NDP leadership candidate Brian Topp

Oddly enough, I don’t think I’ve ever seen Brian Topp on TV. Not so as I’d have noticed, anyway — him or any of the other candidates for the impossible job of filling Jack Layton’s giant shoes.

If I had, I bet, I would have thought he was really tall.

Topp is not particularly tall, as it happens, and if you passed him on the street, you probably wouldn’t give him a second look. Sort of an unprepossessing guy, at first glance. But when he turns it on — whatever it is — he can sure fill up the room!

Pierre Trudeau could do this, which is why a lot of Canadians who’d only seen him on television thought he was as big as his commanding presence. In reality, Trudeau was a pretty trim little guy — still, he could sure keep your attention when you heard him speak, as I did a couple of times.

Joe Clark, on the other hand, came across as a little guy for some reason. Canadians who meet Clark are often astounded at how tall he is — makes you do a double take every time. How could a guy so small be so tall?

I’m not comparing Topp to either of those two fellows, both of whom happened to be prime minister for a spell. I’m saying, though, that he has got something that makes you sit up and pay attention when he starts to speak. Whatever it is, it’s more than just the fact that he’s got a great answer for every question, and while he seems to stay pretty carefully in the NDP message box, it’s the biggest damn message box I’ve ever encountered.

When Topp passed briefly through Edmonton yesterday, he demonstrated a quality possessed by all good actors — the ability to make the audience suspend disbelief, so that an unprepossessing fellow with a bit of a pot belly actually turns before your eyes — snap! — into a much bigger presence on the stage.

I don’t see anything in his biography that says Topp himself was actually ever an actor — although as is well known he was the Executive Director of the Toronto Chapter of the Alliance of Canadian Cinema, Television and Radio Artists. Maybe he picked something up from hanging around with those guys.

Not surprisingly, Topp’s extemporaneous remarks and answers to the mostly friendly questions folks in the mostly NDP crowd threw at him had substance. I didn’t hear anything I particularly disagreed with — even on the few tough questions lobbed at him. But then, I doubt I’ll disagree with much of anything that any of the candidates for the federal NDP leadership have to say. Right now they’re preaching to a choir that I sing in.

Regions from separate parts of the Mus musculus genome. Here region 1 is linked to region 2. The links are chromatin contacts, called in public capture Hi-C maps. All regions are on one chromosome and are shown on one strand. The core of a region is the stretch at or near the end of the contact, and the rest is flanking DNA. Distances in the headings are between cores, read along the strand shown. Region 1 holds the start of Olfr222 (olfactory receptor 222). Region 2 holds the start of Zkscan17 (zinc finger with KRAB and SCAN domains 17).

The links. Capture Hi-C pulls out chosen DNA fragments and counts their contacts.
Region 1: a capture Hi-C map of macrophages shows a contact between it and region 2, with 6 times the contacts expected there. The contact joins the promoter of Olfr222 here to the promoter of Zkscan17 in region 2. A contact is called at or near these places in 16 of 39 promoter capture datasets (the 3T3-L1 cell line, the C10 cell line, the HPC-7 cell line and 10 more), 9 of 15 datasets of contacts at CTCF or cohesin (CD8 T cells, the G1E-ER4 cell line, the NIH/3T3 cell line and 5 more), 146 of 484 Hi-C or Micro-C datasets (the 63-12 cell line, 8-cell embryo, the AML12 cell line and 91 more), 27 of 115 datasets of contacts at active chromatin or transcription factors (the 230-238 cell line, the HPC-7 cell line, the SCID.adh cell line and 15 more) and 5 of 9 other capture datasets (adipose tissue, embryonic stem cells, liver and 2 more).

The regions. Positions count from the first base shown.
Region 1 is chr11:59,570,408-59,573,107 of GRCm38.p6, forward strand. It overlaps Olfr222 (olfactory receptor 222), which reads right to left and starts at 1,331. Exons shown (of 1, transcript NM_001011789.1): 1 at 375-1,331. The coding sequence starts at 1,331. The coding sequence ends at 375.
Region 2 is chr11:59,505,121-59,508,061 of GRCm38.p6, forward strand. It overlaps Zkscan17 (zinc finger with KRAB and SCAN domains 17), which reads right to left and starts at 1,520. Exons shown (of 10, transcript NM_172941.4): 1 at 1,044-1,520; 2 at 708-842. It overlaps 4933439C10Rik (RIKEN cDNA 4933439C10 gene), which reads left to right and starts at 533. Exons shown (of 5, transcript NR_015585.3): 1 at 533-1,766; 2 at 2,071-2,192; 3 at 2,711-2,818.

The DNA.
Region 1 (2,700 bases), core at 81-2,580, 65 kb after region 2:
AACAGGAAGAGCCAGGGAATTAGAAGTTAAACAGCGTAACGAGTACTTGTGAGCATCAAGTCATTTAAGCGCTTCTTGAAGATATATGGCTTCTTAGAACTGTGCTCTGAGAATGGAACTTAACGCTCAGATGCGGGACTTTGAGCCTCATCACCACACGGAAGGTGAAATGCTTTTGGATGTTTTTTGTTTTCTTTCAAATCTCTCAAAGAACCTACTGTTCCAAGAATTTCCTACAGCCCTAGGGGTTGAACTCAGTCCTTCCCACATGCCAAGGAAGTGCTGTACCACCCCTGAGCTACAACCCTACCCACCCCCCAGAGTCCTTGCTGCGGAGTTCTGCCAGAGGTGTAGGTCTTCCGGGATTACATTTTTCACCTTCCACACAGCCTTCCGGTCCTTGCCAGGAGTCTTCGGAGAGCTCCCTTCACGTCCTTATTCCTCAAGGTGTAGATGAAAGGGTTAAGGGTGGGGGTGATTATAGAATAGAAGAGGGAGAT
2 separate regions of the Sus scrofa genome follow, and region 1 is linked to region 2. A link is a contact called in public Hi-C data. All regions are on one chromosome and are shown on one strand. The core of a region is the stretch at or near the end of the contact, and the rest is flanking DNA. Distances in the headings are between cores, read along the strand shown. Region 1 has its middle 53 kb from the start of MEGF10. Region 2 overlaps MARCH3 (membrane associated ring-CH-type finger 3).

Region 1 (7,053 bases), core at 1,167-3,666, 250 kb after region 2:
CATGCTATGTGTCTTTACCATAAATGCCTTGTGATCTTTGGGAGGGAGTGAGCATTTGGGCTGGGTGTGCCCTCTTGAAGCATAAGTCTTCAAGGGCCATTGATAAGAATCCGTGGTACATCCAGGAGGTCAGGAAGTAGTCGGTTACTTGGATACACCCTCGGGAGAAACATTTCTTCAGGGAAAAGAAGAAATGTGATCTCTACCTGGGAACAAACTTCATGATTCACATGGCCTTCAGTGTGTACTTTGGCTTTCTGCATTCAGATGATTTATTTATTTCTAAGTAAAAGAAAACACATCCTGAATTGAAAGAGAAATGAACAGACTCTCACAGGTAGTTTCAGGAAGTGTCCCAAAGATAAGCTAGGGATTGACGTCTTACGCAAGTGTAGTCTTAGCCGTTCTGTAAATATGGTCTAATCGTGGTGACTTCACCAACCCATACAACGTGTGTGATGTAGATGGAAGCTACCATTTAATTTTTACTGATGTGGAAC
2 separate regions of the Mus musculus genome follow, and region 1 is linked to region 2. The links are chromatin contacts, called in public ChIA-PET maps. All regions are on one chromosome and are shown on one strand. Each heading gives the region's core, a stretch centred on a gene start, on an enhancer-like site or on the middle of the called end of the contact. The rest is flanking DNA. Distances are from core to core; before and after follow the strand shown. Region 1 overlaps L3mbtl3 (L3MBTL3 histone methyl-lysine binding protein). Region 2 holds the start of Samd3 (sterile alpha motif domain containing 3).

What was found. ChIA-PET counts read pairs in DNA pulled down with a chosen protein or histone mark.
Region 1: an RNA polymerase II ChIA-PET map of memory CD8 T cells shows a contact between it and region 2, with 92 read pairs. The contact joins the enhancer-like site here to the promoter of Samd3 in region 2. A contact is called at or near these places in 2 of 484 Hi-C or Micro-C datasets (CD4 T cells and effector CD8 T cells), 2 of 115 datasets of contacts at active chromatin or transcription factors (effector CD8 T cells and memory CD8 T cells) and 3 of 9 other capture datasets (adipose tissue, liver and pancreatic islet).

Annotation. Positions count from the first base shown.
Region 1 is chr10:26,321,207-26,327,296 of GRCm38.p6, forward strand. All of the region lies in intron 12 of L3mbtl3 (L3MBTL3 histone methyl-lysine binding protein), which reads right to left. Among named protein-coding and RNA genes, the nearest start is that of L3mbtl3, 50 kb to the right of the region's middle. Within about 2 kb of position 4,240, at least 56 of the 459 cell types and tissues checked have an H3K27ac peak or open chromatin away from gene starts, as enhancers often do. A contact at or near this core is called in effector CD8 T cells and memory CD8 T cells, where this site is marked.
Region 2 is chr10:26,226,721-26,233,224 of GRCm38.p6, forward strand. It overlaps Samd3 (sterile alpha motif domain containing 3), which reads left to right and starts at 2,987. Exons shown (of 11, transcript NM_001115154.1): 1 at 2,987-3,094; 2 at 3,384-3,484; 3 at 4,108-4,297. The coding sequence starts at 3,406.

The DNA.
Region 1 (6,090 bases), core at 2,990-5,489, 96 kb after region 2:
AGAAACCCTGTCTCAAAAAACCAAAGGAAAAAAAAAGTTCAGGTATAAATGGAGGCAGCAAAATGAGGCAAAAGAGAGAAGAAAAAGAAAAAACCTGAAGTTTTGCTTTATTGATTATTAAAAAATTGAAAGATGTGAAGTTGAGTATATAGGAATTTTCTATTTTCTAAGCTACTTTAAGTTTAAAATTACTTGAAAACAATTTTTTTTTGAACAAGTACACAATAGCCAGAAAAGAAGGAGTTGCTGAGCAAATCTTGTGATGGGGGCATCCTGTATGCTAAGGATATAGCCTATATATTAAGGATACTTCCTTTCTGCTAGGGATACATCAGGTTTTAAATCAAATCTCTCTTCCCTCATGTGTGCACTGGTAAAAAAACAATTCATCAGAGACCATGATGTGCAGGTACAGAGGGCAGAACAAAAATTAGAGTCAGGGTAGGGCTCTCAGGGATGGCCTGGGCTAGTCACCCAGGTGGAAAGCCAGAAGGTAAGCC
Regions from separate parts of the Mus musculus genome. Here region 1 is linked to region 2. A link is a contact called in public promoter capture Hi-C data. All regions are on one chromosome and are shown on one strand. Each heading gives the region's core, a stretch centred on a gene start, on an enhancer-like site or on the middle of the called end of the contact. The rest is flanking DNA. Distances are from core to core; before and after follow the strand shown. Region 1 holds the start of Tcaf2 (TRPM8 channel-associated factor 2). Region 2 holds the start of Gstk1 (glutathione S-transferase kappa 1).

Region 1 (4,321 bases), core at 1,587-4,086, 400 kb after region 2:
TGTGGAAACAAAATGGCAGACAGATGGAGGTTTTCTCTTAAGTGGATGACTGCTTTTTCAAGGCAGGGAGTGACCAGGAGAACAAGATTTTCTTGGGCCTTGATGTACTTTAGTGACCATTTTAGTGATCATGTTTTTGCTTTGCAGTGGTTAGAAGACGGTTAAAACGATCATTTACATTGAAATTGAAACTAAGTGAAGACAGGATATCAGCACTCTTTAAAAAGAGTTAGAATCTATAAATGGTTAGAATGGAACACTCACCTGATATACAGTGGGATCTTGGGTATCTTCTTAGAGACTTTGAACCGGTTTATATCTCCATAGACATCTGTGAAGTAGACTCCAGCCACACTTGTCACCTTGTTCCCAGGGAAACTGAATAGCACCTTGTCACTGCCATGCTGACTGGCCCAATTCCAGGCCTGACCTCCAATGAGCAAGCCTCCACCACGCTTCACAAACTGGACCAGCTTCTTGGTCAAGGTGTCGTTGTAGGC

The analysis I heard was bang on, and enjoyably pithy. On the Harper government’s preference for exporting our jobs down a pipeline to Texas: “We get the smoke, they get the jobs.” On Canada’s massive tax breaks for corporations and the ultra wealthy: “There’s no evidence all of that spending on that tax giveaway has created a single job.” On the PM’s scheme to prorogue Parliament when its members were about to vote non-confidence in his government: “The power to fire the House… a direct attack on responsible government at its root.”

We’ve been drilled for 30 years with the dogma that you can’t even think, let alone say such things aloud. All the while the goalposts kept moving to the right. Well, I think Topp has it right that Canadians are ready to embrace the idea of economic development in Canada for Canadians, fair taxation for the benefit of all and a sturdy defence of our democracy. Oh, and we should abolish the Senate, too.

That’s supposed to be the substantial stuff. Ditto the facts of his resume: Speaks both official languages well, is proud of his union connections, has worked for unions or the NDP all across the country, has never been elected as an MP. But I’m not so sure about that. The medium, you know, is said to be the message, which is a smart-aleck professor’s way of saying that sometimes it’s actually the style that’s the substance.

Look at Conservative Prime Minister Stephen Harper, a guy who’s got no style and whose substance is, in Topp’s words, “reckless, mindless, irresponsible.”

Could Topp best Harper in a one-on-one debate? Without any doubt. Could Topp beat the prime minister in a three- or four-way debate with a sly old scrapper like interim Liberal Leader Bob Rae — who also possesses that actor’s ability to make the rest of a room stand still? Quite possibly.

Can he and the NDP withstand a full-blown campaign by the Tory slime machine and their media auxiliary? Well, that is another matter entirely, but at least there’s evidence he can’t be ruled out.

Look, I always go to these things ready to be disappointed, and I usually am. I’m too old a dog for the alter-call ever to work again — in church or at an NDP meeting. But I was favourably impressed with Topp.

Am I ready to cast my ballot for him? Well, not quite yet. For one thing, I want to notice him and some of the other NDP candidates on the small screen first, and see what I think. Can he successfully bring his stage presence to the tube?

Moreover, since je suis condamné à parler la langue de Shakespeare, I want to know from someone who knows if he can do it all in French as well.

But whatever it is he’s got, Topp’s thoroughly professional political performance went a long way toward making a believer out of me during his short stopover in Edmonton last night.

This post also appears on David Climenhaga’s blog, Alberta Diary.

David J. Climenhaga

David J. Climenhaga

David Climenhaga is a journalist and trade union communicator who has worked in senior writing and editing positions with the Globe and Mail and the Calgary Herald. He left journalism after the strike...